3) Serena Williams, 31, won her 17th Grand Slam title Sunday, defeating Victoria Azarenka 7-5, 6-7 (6), 6-1 to defend her US Open title. The win puts her only one Grand Slam title behind Martina Navratilova and Chris Evert all-time. And she’s done it after two retirements and a near-fatal blood clot. She has now played in 21 Grand Slam finals, winning all but four.

"First Istanbul, now Constantinople, then it's Istanbul..." No wonder they lost.

“First Istanbul, now Constantinople, then it’s Istanbul…” No wonder they lost.

4) As for the men’s U.S. Open final, world #1 Novak Djokovic will play in his fourth straight final tonight at 5 p.m. ET against beloved hottie Rafael Nadal of Spain. It will be the third time the two have met in the final in four years. “Rafa” sat out last year with a hurt knee. Scotland’s Andy Murray won in 2012—and famously Britain’s first Wimbledon title in over 70 years this year—but was eliminated in earlier play.

5) Tokyo beat out Istanbul and Madrid Saturday in a vote for the 2020 Olympic Summer Games, despite worries over radioactive water leaking from the Fukushima nuclear plant. Japanese prime minister Shinzo Abe personally promised Tokyo’s safety. Personally, I loved my Turkey visit and would have loved to see Istanbul win—a modern, Muslim city (well, today – Turkey has been occupied by so many cultures, its Hagia Sophia cathedral bears markings of Ottomans, Christians, and even Vikings) with fantastic transit and welcoming citizens. Not to mention the Grand Bazaar’s six centuries of shopping—clothing, spices, art, and…even leeches. Oh well, maybe 2024.

High Five! Jellyfish, Johnny Football, and Jerseys That Fit

Welcome back, fans, to my slightly belated Labor Day week edition of High Five—five sports stories you should know for the office, the offspring, and the other half…

1) Don’t Mess with Swimmin’ Women
Through countless currents, storms, sharks, and jellyfish stings to her tongue, 64-year-old endurance swimmer Diana Nyad finally succeeded in becoming the first person (not “woman” — person) to swim from Cuba to Florida without a protective shark cage. The 103-mile journey took 53 hours and a 35-person team to keep critters clear before she set foot in Key West on her fifth try in 35 years. Kinda makes my laps at the community pool seem pretty pitiful…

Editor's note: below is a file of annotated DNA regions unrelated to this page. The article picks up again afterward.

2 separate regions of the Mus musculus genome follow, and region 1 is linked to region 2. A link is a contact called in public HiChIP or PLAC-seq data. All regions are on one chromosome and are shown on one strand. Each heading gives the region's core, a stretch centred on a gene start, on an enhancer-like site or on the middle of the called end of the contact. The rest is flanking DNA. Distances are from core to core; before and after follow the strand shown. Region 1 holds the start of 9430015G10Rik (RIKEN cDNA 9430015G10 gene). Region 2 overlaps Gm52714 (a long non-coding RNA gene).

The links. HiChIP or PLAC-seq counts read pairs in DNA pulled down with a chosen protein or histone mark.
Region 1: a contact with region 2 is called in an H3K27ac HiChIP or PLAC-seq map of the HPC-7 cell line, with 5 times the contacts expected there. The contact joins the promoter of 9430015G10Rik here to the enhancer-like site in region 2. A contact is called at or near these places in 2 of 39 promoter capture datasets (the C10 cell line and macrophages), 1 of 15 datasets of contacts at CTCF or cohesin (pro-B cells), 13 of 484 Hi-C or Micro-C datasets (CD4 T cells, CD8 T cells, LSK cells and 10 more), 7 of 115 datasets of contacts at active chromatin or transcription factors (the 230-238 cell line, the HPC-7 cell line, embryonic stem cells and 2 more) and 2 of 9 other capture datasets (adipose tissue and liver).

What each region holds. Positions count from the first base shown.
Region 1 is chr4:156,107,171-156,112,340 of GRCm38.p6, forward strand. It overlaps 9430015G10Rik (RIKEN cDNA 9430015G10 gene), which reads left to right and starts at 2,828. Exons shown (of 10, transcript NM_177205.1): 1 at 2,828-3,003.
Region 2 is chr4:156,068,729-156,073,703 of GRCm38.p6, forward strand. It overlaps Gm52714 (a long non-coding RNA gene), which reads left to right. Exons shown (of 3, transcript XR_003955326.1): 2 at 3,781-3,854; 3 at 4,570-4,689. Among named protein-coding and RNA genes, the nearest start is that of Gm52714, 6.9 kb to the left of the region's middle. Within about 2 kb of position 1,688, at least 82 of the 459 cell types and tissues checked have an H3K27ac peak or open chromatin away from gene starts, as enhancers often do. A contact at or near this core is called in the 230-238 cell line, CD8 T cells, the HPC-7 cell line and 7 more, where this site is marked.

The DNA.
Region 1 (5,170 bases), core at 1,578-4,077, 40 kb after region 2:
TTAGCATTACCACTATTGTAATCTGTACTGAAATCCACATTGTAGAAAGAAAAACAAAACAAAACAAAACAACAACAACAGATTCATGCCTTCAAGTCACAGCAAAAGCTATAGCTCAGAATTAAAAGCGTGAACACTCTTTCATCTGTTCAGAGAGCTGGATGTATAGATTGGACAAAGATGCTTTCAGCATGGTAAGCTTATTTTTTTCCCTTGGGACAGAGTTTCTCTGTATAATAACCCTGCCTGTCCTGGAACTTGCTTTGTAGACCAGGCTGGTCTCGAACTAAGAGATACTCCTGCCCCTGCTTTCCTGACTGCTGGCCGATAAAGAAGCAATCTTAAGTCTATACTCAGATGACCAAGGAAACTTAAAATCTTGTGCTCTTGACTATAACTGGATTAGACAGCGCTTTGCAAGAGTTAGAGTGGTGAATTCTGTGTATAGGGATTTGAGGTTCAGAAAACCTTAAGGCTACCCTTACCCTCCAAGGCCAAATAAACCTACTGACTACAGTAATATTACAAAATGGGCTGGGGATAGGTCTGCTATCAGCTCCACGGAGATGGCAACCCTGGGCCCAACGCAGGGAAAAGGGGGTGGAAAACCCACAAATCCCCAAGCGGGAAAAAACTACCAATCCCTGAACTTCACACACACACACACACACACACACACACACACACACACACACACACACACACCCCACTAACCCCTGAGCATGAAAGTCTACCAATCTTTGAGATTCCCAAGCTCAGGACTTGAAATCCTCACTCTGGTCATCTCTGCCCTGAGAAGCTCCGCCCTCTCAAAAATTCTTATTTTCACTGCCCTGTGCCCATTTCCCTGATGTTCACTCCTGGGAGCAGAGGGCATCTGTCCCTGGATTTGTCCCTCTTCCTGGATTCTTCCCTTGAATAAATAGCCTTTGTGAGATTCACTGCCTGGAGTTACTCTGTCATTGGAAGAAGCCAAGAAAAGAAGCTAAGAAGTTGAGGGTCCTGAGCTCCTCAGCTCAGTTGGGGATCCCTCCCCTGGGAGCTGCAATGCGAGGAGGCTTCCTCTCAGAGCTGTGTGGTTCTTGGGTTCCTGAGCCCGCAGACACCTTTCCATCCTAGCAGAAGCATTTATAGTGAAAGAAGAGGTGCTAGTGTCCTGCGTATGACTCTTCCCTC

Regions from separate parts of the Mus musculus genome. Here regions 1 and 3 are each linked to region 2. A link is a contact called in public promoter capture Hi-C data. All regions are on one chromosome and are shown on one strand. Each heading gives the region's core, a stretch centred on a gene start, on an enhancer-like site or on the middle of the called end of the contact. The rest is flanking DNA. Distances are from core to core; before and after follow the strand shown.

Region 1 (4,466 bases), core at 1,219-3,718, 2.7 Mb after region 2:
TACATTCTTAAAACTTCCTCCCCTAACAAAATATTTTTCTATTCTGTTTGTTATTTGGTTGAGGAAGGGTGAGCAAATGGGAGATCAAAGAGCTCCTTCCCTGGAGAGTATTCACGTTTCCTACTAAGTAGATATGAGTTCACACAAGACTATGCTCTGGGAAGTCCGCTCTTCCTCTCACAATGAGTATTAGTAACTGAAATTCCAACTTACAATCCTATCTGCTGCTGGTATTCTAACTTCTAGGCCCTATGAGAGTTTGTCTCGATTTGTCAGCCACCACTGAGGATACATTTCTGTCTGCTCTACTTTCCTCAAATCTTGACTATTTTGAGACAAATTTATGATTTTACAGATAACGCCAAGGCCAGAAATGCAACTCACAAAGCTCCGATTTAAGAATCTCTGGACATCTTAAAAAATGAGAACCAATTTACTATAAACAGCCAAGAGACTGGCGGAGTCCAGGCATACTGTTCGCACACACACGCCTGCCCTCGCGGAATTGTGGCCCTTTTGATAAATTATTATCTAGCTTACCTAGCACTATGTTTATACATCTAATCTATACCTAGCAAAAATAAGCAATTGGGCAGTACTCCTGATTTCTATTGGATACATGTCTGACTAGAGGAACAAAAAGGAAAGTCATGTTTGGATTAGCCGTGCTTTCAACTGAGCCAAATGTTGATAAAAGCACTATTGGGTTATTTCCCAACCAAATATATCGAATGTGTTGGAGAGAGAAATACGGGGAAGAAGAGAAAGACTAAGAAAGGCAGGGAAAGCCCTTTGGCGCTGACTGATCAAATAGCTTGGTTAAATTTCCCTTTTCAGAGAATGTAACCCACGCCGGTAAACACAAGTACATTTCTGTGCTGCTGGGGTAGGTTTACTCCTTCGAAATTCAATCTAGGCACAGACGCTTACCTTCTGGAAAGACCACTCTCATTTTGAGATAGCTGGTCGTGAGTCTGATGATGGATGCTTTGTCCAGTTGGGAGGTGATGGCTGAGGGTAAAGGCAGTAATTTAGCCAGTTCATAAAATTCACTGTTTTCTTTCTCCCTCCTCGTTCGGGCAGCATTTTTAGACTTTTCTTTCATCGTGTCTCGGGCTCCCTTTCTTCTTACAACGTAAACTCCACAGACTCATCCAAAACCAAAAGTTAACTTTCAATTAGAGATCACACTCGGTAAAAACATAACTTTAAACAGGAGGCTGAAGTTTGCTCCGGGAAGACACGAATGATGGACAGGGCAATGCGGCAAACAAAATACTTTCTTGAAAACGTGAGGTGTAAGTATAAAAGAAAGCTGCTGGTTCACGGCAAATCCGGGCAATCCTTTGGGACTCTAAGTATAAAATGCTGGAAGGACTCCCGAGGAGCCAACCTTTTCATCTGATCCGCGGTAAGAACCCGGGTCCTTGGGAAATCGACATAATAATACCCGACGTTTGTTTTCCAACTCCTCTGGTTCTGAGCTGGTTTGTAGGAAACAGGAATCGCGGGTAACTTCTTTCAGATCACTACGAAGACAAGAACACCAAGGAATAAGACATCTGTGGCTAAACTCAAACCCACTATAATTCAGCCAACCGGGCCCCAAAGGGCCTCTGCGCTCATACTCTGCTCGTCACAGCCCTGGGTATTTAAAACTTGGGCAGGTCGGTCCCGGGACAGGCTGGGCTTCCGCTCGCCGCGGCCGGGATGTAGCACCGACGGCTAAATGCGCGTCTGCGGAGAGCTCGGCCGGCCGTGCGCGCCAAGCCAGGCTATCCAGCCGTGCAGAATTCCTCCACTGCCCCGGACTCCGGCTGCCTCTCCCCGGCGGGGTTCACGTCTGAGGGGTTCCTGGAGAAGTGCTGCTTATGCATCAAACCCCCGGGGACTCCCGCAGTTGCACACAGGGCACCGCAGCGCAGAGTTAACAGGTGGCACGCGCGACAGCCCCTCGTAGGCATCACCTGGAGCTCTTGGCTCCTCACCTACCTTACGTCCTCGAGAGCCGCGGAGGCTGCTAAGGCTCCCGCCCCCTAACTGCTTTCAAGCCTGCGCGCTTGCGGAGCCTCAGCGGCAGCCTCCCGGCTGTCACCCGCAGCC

Tiny dog sold separately.

Tiny dog sold separately.

2) Fan Fashion That Fits
With fan clubs like WOW Women of Washington Redskins and the Baltimore Ravens PURPLE women’s club, there’s never been a better time to be a female football fan—including what we wear. It was fun in high school to sport your boyfriend’s football jersey, but being Mature Grown-Up Gals now, we like our fan fashion to fit. Luckily, the NFL has heard us. Gone are the days of boxy, unflattering jerseys—now Target sells gridiron gear for girls: shirts that are sporty and even sexy. But before you accessorize, remember that model won’t pass muster with the NFL’s “All-Clear” bag policy.    

3) Texas Two-Step Continues
After weeks of uncertainty around his partying and alleged autograph sales, can we finally focus on Texas A&M quarterback “Johnny Football” Manziel’s arm? Maybe. The sophomore served his one-half-game suspension in a 52-31 defeat of Rice Saturday. It was an agreement between the Aggies and the NCAA (which becomes more dubious by the day for seemingly unfair policies, as in my previous posts about player images in video games and the Marine who can’t gain football eligibility). But despite throwing for three touchdowns, Manziel was benched after an unsportsmanlike conduct penalty. Man up, Manziel—the “eyes of Texas are upon you.”

4) Tennis’ Teen Queen
There were no major upsets in the first week of college football, but the U.S. Open saw several, including 17-year-old Haitian-American Victoria Duval—269th in the world—over 2011 champion Samantha Stosur. Unfortunately, Duval, who is coached by longtime prodigy-producer Nick Bollettieri, lost to Daniela Hantuchova in straight sets. Still, the teen relies on God and the inspiration from her father’s near-death experience during the Haitian earthquake as she strives to be the next U.S. tennis sensation. Meanwhile, Roger Federer—owner of 17 Grand Slam titles—fell Monday in the round of 16 to Spain’s Tommy Robredo.

5) Finally, here are two guys so nervous about upsets, they’ve choreographed a pre-game dance to avoid them. Check out the San Francisco Giants’ Pablo Sandoval and Hunter Pence performing their popular superstitious salsa below.